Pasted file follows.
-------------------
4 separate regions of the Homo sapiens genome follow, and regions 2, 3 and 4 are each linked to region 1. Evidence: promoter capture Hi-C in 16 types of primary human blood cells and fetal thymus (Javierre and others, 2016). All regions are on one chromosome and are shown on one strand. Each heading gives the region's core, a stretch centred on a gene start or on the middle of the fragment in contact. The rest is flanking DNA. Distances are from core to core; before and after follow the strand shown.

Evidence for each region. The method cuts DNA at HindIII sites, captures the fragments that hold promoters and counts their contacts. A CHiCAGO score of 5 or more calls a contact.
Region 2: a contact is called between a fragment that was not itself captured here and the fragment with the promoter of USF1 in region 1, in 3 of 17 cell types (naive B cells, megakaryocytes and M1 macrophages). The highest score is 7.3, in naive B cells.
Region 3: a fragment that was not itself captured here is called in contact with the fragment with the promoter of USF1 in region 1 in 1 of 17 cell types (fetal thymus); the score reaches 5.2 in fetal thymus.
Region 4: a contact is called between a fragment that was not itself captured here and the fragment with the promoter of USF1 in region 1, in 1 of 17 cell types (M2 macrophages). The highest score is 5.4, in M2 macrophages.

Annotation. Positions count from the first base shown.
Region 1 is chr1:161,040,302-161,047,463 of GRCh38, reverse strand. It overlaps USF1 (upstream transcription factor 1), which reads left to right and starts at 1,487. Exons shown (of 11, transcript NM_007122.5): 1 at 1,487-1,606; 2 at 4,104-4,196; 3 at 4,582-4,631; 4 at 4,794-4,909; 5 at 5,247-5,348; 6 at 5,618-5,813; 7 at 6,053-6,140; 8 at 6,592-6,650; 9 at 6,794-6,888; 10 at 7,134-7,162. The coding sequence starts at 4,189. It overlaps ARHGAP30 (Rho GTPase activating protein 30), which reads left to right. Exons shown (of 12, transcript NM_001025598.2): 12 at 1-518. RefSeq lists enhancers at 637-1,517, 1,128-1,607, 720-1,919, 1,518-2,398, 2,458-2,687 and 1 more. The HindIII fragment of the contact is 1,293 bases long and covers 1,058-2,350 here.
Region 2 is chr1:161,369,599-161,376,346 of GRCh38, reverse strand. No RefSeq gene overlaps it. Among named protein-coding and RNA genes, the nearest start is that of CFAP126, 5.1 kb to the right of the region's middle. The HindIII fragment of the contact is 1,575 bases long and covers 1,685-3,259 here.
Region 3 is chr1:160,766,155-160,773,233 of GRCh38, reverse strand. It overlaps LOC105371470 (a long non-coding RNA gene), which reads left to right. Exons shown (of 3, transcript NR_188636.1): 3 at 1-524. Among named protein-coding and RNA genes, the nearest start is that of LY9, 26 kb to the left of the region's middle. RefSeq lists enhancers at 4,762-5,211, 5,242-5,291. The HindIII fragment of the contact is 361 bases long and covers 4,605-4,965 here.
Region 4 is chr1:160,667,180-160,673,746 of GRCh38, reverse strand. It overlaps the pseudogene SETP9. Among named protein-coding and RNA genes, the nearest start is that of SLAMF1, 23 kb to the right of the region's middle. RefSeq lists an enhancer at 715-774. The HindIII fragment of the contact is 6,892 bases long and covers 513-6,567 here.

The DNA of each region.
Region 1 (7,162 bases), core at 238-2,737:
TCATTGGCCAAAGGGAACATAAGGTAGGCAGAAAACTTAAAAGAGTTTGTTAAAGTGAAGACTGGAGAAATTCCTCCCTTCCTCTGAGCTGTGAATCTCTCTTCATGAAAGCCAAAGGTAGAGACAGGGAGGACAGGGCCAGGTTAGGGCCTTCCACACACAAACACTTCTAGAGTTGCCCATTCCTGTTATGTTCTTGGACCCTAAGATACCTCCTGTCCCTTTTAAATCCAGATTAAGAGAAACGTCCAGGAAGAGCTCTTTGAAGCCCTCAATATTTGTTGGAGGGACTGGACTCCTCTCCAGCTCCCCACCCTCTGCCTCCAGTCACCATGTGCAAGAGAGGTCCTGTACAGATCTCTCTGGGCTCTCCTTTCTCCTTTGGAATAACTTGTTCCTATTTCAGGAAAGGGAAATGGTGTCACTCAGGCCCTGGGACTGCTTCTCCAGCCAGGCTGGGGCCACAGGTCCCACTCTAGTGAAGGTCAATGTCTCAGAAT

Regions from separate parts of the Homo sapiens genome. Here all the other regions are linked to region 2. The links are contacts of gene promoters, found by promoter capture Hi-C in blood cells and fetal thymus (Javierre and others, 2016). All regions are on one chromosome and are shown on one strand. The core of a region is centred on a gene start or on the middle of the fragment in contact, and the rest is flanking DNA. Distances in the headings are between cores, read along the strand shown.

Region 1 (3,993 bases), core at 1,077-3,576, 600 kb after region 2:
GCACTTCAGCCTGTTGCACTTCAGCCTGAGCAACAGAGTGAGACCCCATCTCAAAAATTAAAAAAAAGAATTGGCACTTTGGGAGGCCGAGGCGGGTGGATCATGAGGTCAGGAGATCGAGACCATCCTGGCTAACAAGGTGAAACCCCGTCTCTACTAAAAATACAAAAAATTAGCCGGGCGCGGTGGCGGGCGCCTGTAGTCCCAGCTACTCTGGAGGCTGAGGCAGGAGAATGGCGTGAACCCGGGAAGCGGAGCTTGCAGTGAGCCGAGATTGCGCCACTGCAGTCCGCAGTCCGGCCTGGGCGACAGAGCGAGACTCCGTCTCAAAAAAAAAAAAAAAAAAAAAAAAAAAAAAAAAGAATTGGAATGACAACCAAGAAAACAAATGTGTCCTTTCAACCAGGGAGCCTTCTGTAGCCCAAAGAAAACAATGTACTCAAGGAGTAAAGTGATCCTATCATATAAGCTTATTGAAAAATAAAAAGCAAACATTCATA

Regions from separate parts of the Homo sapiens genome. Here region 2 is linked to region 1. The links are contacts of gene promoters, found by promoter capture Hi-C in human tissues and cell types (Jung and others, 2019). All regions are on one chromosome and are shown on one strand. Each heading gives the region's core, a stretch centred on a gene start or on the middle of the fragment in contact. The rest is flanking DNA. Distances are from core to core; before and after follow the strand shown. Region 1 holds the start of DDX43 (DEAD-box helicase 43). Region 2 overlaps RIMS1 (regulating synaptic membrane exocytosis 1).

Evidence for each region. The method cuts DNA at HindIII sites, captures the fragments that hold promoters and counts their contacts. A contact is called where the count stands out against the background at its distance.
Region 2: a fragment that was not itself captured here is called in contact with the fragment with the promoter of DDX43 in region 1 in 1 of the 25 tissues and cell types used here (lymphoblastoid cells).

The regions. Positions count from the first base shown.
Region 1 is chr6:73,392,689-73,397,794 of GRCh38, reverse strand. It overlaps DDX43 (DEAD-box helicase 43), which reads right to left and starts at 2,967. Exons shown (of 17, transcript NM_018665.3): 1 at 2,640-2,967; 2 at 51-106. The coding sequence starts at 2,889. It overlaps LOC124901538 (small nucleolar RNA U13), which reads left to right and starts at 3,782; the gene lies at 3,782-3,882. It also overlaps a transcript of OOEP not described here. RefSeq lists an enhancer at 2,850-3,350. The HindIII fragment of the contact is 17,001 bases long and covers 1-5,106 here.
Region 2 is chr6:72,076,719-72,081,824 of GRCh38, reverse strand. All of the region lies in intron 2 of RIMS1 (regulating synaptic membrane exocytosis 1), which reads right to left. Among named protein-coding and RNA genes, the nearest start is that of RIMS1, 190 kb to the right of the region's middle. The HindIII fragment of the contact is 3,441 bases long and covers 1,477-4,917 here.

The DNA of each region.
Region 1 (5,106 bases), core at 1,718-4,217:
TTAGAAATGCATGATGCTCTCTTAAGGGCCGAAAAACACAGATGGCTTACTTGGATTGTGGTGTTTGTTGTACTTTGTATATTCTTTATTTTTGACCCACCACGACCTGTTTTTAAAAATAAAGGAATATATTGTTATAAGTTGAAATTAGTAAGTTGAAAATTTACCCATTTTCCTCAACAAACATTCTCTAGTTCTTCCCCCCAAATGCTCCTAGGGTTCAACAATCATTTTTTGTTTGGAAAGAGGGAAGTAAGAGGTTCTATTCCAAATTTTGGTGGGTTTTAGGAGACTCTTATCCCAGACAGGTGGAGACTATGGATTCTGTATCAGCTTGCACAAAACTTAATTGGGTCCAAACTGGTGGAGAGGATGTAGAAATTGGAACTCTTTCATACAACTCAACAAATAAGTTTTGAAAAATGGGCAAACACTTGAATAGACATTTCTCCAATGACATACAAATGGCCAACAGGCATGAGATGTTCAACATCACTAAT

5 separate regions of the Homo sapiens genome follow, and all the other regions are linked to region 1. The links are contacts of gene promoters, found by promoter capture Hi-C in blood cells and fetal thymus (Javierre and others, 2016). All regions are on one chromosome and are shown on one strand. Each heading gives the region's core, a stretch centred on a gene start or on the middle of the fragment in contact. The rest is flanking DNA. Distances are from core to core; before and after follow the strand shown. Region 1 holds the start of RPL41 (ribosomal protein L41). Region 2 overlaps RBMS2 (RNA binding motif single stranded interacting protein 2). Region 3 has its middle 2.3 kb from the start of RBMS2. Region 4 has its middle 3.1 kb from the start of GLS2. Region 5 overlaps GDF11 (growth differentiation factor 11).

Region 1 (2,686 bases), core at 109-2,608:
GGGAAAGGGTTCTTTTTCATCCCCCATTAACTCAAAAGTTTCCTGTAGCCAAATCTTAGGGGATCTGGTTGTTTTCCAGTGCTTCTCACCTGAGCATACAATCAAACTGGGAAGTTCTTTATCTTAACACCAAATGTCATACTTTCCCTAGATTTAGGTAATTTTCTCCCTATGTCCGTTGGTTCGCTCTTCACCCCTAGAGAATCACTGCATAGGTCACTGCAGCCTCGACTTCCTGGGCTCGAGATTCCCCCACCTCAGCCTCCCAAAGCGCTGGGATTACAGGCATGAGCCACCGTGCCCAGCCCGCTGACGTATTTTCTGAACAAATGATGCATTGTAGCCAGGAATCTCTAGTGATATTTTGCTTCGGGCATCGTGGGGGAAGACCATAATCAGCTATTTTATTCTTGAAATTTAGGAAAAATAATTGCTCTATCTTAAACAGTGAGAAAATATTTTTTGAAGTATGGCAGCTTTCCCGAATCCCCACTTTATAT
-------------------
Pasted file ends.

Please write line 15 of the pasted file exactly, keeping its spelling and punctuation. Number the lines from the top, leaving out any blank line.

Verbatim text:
Region 1 (3,993 bases), core at 1,077-3,576, 600 kb after region 2: